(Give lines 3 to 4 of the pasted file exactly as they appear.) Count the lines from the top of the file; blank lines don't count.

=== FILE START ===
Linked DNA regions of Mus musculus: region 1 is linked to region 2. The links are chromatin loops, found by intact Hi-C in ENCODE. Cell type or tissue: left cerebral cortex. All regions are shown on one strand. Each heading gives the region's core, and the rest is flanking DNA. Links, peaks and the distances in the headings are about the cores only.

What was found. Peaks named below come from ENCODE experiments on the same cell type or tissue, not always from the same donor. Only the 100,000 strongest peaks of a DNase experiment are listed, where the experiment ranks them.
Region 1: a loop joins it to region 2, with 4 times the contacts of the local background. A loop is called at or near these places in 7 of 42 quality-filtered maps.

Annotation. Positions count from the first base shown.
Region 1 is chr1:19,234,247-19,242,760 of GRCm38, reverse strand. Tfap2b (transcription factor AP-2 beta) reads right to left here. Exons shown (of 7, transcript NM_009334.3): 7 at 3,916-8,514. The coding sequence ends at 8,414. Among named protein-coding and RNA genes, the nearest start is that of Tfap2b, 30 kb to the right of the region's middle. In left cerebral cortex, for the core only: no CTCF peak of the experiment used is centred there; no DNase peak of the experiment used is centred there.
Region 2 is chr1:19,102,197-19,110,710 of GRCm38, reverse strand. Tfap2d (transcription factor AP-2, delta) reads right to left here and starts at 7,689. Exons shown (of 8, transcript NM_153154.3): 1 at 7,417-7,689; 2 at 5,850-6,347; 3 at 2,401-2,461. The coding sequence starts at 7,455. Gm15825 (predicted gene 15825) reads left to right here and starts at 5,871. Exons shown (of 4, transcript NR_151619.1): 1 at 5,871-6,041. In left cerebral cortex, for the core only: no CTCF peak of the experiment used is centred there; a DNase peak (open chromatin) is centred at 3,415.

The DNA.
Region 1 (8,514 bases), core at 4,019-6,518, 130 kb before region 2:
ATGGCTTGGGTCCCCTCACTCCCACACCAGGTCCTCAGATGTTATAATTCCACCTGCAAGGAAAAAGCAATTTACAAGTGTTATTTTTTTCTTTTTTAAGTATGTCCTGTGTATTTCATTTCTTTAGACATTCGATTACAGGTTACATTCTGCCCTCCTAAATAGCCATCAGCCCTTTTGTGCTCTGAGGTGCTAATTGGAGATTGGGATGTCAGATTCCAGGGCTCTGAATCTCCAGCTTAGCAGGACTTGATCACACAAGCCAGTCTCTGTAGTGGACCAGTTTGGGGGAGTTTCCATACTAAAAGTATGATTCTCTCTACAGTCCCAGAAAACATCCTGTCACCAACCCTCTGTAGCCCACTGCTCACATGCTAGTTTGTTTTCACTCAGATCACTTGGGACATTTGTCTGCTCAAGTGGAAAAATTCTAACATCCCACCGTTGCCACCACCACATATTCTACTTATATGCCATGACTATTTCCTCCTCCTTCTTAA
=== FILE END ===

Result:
Region 1: a loop joins it to region 2, with 4 times the contacts of the local background. A loop is called at or near these places in 7 of 42 quality-filtered maps.

Annotation. Positions count from the first base shown.